All Things Must Pass: The Rise and Fall of Tower Records
From an early age, Solomon had a special love of music, a dynamic personality and the inventiveness of a crafty entrepreneur. His first job was sweeping floors in his father’s drug store, located in the Tower Theater building, in the sleepy northern California town of Sacramento. Still a teenager, Solomon had the idea to sell discarded record singles from the counter-top jukeboxes for 5 cents a piece. His father gave him a shelf in the back of the drug store and this became the training ground for Russ Solomon, the young man, who would one day create a Billion dollar a year music empire.
From the opening of the first Tower Records in 1960, Solomon empowered employees at each store to make the decisions necessary to help foster the local music taste. This leadership style gave each Tower outlet a great sense of individuality and to its employees a great sense of responsibility and pride, not often found within the "corporate" environment. Tower records helped lay the groundwork for what would become the modern music retail business and in the year 2000 alone, the company did over one billon dollars in business.
From a cultural standpoint, Tower Records had a monumental impact on millions of people, worldwide. It was “the place” to escape for a few hours; a sanctuary, a haven. Tower Records was a place to meet your friends, your co-workers or a place to meet new friends who shared a common love of music, literature and all things cultural.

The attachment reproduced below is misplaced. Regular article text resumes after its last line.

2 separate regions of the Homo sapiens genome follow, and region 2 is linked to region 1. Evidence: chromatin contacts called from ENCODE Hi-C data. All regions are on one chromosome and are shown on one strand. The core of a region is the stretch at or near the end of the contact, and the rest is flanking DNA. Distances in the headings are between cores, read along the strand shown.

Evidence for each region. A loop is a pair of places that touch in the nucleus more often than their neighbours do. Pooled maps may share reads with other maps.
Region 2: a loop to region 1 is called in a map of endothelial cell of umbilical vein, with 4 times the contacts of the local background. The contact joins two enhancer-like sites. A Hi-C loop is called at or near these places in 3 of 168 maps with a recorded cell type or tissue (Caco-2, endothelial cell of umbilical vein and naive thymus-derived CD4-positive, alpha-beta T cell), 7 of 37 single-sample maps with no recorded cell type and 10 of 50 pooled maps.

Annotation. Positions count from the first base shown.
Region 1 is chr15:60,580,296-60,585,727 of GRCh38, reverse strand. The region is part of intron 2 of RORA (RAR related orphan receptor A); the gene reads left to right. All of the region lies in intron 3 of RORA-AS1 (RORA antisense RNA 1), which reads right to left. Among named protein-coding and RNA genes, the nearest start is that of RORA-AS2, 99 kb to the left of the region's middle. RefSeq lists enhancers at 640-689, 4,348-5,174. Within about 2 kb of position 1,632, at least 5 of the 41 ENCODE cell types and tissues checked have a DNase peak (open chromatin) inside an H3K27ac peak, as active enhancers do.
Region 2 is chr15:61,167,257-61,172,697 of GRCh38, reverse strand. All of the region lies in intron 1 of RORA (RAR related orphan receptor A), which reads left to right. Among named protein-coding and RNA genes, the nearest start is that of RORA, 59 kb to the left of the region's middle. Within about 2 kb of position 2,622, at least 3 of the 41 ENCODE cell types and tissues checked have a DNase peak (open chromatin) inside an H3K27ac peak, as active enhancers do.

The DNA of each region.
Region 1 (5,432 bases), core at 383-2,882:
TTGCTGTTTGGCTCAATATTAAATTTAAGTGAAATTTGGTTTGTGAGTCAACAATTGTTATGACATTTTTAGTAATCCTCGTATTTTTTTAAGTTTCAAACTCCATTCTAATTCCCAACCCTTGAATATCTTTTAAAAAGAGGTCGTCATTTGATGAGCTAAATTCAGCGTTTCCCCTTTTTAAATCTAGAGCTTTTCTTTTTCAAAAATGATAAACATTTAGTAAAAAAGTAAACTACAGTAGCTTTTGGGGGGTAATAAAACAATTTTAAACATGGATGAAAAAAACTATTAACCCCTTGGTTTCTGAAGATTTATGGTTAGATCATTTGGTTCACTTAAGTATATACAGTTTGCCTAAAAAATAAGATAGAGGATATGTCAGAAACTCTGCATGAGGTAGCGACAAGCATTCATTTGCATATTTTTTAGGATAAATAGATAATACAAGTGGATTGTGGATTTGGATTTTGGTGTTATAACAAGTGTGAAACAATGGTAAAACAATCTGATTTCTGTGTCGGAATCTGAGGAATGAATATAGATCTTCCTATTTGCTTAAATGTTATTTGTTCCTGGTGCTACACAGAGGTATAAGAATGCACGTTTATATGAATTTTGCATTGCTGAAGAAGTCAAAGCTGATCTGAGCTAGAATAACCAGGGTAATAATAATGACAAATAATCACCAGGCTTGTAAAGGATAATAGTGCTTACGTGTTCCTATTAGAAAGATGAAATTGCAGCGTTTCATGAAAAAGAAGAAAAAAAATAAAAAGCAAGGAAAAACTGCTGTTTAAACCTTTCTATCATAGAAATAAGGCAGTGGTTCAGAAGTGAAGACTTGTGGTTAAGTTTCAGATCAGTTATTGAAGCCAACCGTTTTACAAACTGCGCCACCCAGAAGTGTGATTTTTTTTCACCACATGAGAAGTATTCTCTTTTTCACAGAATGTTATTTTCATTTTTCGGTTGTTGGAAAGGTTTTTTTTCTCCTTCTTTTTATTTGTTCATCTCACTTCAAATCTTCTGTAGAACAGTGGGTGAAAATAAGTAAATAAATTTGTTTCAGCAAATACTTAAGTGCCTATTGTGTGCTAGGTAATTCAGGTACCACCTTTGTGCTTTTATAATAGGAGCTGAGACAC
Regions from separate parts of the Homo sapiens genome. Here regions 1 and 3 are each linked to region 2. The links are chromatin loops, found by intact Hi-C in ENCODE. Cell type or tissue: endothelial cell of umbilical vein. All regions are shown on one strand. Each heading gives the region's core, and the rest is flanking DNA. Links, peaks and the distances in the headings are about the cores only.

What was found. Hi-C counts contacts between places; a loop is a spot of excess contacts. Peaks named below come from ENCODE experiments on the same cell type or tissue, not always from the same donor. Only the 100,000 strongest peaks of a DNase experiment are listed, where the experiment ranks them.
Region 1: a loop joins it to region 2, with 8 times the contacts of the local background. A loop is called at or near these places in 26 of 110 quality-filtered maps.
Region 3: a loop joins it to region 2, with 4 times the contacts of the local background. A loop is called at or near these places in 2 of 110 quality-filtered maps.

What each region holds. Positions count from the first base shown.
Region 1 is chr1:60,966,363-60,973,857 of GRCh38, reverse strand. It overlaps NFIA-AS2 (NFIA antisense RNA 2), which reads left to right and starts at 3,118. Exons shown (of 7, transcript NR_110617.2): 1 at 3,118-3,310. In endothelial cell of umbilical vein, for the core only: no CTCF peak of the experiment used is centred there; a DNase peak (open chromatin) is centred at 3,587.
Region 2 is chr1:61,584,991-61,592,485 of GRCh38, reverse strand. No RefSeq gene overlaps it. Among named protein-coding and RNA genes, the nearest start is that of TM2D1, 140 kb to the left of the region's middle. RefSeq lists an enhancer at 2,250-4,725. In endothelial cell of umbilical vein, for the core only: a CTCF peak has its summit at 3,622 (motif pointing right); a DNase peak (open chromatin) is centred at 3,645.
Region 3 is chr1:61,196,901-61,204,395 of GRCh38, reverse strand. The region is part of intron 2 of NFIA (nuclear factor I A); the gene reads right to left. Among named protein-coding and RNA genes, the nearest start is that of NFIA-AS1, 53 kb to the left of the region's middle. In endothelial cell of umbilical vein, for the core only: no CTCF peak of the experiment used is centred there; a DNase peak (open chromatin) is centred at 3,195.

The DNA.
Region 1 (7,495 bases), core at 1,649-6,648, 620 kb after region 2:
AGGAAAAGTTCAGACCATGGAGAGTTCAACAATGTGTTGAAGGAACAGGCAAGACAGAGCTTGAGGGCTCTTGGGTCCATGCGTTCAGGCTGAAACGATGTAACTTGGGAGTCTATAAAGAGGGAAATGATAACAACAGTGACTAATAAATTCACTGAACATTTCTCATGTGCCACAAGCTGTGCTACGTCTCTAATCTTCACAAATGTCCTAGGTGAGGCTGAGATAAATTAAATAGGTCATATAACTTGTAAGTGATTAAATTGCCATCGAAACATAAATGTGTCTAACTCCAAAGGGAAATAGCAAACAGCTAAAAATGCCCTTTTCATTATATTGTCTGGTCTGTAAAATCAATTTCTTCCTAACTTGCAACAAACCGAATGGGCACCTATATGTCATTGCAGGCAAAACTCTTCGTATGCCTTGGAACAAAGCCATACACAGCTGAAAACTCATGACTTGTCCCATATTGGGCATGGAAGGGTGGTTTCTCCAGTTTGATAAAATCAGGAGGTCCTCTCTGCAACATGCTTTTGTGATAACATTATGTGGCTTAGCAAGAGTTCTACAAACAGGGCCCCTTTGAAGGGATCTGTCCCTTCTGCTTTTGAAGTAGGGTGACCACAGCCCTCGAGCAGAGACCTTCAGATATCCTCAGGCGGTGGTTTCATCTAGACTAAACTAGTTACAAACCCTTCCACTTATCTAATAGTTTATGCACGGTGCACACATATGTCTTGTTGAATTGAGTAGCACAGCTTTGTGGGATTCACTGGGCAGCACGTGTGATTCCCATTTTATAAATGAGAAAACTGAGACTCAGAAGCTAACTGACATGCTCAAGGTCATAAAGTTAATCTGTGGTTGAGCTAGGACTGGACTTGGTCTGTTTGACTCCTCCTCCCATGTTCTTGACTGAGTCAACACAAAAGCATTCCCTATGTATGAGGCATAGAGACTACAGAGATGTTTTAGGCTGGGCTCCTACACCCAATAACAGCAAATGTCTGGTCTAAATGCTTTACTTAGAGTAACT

Yet, in 2004 the company filed for bankruptcy and by the end of 2006, Russ Solomon's Tower Records had shut the doors to nearly every one of its worldwide outlets.
So here is the “What, Why and How”…
As you can tell, we are looking to finish the production on our documentary film. So far we have pooled resources and some initial seed money to get the project off the ground. We are approaching this as a passion project, and as such are dedicated to making this film as cost effective as we can. In other words, we are trying to do this grassroots.
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Video Photos Courtesy of: Karen Salomon
Video Music Courtesy of: Three Eighty Three's and La Strada
"All Things Must Pass" by George Harrison